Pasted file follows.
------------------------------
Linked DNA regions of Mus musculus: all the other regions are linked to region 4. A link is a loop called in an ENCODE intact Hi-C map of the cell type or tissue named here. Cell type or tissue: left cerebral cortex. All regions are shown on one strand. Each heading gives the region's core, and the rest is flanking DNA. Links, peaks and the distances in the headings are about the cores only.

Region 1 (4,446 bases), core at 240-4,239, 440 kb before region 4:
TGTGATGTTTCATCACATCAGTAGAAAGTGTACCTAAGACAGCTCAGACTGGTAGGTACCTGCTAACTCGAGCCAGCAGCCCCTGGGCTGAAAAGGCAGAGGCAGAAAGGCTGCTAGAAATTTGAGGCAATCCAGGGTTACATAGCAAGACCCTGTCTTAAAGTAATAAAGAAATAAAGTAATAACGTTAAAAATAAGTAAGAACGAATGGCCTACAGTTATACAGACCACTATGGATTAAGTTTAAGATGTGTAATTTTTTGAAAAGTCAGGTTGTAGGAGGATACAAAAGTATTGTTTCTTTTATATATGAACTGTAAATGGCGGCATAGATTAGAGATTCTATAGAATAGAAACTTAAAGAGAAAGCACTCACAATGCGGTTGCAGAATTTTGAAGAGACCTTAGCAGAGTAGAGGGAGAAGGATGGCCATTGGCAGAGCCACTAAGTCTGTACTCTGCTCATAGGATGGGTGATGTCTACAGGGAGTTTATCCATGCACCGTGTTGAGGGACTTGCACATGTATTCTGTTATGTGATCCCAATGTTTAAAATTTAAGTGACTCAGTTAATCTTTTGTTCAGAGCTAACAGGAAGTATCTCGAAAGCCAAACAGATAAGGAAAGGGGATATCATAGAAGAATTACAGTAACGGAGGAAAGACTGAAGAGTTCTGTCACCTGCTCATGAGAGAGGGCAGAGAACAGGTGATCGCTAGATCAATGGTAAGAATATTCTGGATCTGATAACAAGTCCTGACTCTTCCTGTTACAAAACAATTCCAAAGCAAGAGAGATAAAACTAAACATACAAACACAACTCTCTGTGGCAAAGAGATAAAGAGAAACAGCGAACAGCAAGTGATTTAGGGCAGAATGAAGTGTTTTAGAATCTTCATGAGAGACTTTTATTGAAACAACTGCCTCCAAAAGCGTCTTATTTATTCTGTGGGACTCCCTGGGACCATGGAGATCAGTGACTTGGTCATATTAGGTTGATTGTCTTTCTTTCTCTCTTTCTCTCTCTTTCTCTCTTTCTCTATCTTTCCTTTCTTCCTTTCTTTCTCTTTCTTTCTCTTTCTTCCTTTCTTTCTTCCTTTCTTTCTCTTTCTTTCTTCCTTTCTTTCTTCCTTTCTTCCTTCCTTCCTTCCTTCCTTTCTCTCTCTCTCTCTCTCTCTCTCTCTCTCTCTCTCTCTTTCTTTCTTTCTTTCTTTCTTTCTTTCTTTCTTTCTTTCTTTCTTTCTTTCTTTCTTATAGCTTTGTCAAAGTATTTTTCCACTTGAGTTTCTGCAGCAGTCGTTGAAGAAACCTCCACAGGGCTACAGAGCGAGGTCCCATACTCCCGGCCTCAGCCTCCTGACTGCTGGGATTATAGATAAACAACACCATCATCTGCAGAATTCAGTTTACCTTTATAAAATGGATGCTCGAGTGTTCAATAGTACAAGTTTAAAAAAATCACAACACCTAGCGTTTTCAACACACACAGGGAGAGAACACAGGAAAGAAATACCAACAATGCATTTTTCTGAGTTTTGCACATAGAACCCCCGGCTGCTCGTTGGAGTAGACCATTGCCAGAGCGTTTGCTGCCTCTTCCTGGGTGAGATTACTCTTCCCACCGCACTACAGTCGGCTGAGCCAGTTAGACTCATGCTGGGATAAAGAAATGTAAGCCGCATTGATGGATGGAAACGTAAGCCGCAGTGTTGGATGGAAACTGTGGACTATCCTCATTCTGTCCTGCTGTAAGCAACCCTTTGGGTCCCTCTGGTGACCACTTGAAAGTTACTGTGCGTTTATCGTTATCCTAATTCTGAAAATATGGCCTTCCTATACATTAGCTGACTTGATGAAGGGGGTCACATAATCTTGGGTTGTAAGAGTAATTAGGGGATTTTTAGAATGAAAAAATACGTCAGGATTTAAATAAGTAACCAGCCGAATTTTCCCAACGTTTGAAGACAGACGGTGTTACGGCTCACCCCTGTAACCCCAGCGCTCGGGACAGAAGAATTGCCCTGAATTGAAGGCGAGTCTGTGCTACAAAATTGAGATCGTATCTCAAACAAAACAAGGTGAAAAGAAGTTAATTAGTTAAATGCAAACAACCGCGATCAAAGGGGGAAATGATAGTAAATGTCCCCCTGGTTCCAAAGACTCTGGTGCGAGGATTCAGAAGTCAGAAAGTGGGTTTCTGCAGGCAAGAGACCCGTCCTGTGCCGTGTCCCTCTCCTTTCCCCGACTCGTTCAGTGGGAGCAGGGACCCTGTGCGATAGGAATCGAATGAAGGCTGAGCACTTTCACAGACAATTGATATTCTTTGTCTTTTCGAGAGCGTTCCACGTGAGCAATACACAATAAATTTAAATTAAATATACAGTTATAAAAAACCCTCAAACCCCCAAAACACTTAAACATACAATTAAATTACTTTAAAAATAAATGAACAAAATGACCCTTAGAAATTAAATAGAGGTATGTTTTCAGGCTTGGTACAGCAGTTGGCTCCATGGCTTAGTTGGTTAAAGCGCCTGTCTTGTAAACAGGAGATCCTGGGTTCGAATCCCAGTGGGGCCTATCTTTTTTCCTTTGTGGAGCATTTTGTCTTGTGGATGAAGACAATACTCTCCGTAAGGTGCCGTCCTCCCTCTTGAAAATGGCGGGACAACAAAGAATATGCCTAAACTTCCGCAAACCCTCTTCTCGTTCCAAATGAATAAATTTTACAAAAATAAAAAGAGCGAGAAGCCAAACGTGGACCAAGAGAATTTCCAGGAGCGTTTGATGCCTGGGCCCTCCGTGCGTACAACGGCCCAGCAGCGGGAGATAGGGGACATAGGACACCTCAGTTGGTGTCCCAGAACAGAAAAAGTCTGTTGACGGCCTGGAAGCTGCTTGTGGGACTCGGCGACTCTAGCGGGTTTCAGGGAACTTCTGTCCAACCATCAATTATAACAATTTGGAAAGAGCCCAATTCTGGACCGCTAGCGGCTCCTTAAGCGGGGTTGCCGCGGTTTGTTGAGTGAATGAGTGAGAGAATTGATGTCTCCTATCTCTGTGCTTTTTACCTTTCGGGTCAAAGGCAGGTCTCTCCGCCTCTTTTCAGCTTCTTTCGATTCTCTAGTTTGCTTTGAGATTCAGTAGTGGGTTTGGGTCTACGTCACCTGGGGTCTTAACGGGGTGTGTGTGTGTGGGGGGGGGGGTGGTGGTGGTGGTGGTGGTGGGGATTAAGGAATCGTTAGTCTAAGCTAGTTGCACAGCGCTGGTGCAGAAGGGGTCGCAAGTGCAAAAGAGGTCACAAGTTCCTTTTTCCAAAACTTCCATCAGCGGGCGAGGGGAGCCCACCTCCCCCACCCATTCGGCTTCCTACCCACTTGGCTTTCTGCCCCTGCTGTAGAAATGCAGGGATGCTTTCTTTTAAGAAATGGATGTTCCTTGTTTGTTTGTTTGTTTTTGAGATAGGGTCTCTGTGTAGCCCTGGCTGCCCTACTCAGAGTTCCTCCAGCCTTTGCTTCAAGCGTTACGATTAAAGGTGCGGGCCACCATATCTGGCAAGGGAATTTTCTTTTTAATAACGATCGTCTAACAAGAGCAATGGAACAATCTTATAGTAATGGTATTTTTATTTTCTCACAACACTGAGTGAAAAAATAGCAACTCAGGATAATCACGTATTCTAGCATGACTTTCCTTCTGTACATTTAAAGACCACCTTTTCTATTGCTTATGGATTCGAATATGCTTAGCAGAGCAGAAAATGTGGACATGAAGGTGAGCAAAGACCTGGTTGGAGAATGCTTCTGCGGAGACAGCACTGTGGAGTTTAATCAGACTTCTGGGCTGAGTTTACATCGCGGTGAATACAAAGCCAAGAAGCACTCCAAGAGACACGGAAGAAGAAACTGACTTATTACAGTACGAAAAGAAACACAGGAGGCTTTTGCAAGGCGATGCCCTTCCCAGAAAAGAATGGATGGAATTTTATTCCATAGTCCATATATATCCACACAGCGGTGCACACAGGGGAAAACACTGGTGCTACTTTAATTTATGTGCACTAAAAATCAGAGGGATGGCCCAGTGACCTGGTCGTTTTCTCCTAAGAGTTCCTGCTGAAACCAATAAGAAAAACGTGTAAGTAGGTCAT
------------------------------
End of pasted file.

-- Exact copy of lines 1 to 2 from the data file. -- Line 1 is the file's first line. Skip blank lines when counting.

Linked DNA regions of Mus musculus: all the other regions are linked to region 4. A link is a loop called in an ENCODE intact Hi-C map of the cell type or tissue named here. Cell type or tissue: left cerebral cortex. All regions are shown on one strand. Each heading gives the region's core, and the rest is flanking DNA. Links, peaks and the distances in the headings are about the cores only.

Region 1 (4,446 bases), core at 240-4,239, 440 kb before region 4: